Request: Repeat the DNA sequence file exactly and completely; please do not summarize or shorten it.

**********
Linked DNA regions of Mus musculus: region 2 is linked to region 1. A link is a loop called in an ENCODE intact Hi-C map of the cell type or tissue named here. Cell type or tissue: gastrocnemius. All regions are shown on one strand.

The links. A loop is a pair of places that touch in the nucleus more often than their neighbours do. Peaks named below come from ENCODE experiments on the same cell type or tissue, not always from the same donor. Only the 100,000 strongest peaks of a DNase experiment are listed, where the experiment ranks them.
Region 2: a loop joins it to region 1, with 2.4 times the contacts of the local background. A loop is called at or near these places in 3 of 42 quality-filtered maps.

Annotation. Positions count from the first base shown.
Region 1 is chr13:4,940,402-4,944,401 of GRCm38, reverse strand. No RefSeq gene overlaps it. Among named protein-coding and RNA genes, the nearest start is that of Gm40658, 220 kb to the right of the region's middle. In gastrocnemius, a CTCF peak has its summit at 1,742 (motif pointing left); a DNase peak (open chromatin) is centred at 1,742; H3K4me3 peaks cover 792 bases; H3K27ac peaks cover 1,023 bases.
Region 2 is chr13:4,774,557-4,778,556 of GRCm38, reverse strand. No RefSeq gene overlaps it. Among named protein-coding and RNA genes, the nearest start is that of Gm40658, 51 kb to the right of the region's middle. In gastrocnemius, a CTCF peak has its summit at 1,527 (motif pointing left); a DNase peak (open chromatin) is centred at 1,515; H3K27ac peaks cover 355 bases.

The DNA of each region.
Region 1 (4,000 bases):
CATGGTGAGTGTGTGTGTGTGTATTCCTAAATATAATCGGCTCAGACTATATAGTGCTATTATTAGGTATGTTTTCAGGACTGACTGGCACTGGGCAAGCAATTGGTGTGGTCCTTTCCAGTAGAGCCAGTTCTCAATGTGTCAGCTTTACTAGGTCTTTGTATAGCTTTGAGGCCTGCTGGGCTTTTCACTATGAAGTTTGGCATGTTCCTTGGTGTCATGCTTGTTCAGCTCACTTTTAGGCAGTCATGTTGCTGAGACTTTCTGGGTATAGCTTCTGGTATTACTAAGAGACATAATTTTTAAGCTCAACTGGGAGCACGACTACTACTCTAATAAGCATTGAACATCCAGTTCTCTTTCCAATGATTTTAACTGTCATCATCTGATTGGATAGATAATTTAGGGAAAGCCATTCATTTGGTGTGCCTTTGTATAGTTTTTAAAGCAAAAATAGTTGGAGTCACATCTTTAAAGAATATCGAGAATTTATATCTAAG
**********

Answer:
Linked DNA regions of Mus musculus: region 2 is linked to region 1. A link is a loop called in an ENCODE intact Hi-C map of the cell type or tissue named here. Cell type or tissue: gastrocnemius. All regions are shown on one strand.

The links. A loop is a pair of places that touch in the nucleus more often than their neighbours do. Peaks named below come from ENCODE experiments on the same cell type or tissue, not always from the same donor. Only the 100,000 strongest peaks of a DNase experiment are listed, where the experiment ranks them.
Region 2: a loop joins it to region 1, with 2.4 times the contacts of the local background. A loop is called at or near these places in 3 of 42 quality-filtered maps.

Annotation. Positions count from the first base shown.
Region 1 is chr13:4,940,402-4,944,401 of GRCm38, reverse strand. No RefSeq gene overlaps it. Among named protein-coding and RNA genes, the nearest start is that of Gm40658, 220 kb to the right of the region's middle. In gastrocnemius, a CTCF peak has its summit at 1,742 (motif pointing left); a DNase peak (open chromatin) is centred at 1,742; H3K4me3 peaks cover 792 bases; H3K27ac peaks cover 1,023 bases.
Region 2 is chr13:4,774,557-4,778,556 of GRCm38, reverse strand. No RefSeq gene overlaps it. Among named protein-coding and RNA genes, the nearest start is that of Gm40658, 51 kb to the right of the region's middle. In gastrocnemius, a CTCF peak has its summit at 1,527 (motif pointing left); a DNase peak (open chromatin) is centred at 1,515; H3K27ac peaks cover 355 bases.

The DNA of each region.
Region 1 (4,000 bases):
CATGGTGAGTGTGTGTGTGTGTATTCCTAAATATAATCGGCTCAGACTATATAGTGCTATTATTAGGTATGTTTTCAGGACTGACTGGCACTGGGCAAGCAATTGGTGTGGTCCTTTCCAGTAGAGCCAGTTCTCAATGTGTCAGCTTTACTAGGTCTTTGTATAGCTTTGAGGCCTGCTGGGCTTTTCACTATGAAGTTTGGCATGTTCCTTGGTGTCATGCTTGTTCAGCTCACTTTTAGGCAGTCATGTTGCTGAGACTTTCTGGGTATAGCTTCTGGTATTACTAAGAGACATAATTTTTAAGCTCAACTGGGAGCACGACTACTACTCTAATAAGCATTGAACATCCAGTTCTCTTTCCAATGATTTTAACTGTCATCATCTGATTGGATAGATAATTTAGGGAAAGCCATTCATTTGGTGTGCCTTTGTATAGTTTTTAAAGCAAAAATAGTTGGAGTCACATCTTTAAAGAATATCGAGAATTTATATCTAAG